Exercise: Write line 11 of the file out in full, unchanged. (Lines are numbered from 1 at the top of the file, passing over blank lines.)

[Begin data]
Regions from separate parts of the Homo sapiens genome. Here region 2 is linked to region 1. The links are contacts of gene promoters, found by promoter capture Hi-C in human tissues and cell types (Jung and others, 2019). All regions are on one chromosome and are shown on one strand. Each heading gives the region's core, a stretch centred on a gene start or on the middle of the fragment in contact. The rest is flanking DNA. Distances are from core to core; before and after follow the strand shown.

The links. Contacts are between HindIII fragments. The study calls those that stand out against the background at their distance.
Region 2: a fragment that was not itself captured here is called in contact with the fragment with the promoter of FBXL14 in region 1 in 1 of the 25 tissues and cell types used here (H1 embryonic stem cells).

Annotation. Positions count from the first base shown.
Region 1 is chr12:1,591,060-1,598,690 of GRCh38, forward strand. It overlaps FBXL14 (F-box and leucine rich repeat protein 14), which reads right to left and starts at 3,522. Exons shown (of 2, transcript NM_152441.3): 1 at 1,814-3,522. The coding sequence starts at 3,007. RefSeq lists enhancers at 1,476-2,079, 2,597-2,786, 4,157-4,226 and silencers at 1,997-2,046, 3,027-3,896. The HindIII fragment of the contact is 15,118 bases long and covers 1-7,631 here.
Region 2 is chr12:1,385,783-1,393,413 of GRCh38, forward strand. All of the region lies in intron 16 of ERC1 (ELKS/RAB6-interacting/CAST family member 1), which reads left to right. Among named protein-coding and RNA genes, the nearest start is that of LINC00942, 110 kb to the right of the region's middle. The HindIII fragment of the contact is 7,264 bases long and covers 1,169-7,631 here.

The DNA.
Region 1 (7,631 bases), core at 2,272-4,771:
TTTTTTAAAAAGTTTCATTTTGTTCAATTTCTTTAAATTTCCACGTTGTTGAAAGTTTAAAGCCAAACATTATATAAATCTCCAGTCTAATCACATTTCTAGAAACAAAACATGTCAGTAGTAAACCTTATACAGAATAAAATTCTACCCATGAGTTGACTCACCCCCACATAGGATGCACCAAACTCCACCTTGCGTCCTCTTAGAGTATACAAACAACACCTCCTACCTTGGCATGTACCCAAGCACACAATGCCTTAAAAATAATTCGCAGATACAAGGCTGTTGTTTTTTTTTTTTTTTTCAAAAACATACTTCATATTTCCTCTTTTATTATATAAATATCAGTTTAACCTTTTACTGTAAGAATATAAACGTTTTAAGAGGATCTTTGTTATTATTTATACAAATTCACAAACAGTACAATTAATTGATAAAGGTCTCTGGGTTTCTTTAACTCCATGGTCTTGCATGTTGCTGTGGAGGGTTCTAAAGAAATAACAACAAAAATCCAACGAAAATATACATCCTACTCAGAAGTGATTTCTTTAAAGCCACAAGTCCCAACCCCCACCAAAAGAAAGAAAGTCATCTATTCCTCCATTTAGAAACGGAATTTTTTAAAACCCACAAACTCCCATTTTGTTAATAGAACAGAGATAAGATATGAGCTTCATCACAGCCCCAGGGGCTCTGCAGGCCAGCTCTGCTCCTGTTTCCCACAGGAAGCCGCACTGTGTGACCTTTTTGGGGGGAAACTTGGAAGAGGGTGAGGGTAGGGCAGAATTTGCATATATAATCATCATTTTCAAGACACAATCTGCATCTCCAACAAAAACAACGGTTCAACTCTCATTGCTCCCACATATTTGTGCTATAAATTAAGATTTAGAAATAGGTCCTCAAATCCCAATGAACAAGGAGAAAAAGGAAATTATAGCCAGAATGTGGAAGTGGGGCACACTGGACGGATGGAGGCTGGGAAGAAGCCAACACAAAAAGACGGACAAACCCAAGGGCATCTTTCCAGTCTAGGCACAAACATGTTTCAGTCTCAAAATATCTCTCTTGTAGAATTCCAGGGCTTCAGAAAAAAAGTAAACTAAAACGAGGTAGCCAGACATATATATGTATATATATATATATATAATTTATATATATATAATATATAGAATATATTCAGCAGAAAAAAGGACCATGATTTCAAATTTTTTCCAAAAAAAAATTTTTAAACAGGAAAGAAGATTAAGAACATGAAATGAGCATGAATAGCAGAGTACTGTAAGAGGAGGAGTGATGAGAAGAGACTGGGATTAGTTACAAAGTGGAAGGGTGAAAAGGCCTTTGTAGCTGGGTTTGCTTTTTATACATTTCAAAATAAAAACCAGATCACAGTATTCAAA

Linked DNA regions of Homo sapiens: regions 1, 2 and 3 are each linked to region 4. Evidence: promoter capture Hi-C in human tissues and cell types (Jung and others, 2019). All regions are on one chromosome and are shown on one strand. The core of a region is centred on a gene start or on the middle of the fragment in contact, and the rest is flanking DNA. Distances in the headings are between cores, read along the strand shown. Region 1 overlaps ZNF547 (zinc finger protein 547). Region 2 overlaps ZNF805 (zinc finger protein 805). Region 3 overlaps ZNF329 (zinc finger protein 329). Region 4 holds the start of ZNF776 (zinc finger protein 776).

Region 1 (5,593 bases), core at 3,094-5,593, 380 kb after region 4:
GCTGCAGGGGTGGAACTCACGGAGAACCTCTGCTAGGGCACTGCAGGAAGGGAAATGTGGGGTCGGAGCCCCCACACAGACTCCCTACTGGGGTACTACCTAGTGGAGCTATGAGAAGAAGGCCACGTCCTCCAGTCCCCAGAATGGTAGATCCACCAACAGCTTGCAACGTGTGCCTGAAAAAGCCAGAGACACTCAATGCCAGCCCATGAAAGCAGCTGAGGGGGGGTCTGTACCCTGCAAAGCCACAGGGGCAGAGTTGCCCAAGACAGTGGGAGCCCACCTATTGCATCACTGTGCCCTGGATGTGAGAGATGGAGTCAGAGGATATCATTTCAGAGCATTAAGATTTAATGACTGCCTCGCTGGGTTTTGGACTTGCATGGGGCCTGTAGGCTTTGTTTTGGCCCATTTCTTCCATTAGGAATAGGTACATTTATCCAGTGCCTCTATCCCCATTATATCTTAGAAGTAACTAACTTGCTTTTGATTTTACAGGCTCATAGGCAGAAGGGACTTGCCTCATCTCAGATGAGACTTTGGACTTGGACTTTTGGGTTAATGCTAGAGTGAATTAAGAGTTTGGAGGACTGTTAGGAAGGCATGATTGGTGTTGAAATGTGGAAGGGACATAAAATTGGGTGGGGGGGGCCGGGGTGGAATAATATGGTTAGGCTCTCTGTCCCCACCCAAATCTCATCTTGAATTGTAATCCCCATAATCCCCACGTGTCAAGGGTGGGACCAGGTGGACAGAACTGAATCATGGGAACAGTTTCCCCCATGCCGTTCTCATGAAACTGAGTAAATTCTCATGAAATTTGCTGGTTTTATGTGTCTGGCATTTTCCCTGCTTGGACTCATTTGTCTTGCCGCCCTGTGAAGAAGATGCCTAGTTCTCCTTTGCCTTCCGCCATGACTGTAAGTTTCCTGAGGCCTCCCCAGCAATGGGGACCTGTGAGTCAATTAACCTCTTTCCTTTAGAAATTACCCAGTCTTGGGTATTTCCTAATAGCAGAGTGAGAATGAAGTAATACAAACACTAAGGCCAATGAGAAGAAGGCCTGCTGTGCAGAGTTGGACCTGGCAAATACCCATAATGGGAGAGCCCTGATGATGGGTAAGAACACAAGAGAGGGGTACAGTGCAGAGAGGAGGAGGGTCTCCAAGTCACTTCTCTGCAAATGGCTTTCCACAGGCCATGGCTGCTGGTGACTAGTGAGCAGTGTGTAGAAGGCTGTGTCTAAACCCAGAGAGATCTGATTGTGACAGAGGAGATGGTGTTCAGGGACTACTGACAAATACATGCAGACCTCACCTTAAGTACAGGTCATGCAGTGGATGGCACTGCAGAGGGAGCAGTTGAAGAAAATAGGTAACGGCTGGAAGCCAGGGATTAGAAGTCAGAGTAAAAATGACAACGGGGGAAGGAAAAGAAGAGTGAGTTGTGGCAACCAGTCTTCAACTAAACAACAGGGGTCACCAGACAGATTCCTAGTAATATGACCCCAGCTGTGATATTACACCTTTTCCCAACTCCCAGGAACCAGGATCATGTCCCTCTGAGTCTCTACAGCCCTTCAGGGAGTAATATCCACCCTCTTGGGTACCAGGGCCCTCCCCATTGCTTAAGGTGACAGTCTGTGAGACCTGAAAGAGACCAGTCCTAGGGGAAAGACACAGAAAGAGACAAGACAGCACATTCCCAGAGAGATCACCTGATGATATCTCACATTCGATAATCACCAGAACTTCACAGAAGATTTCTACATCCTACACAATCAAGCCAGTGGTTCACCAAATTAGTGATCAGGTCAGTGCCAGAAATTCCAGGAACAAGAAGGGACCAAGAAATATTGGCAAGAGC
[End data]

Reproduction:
Region 1 (5,593 bases), core at 3,094-5,593, 380 kb after region 4: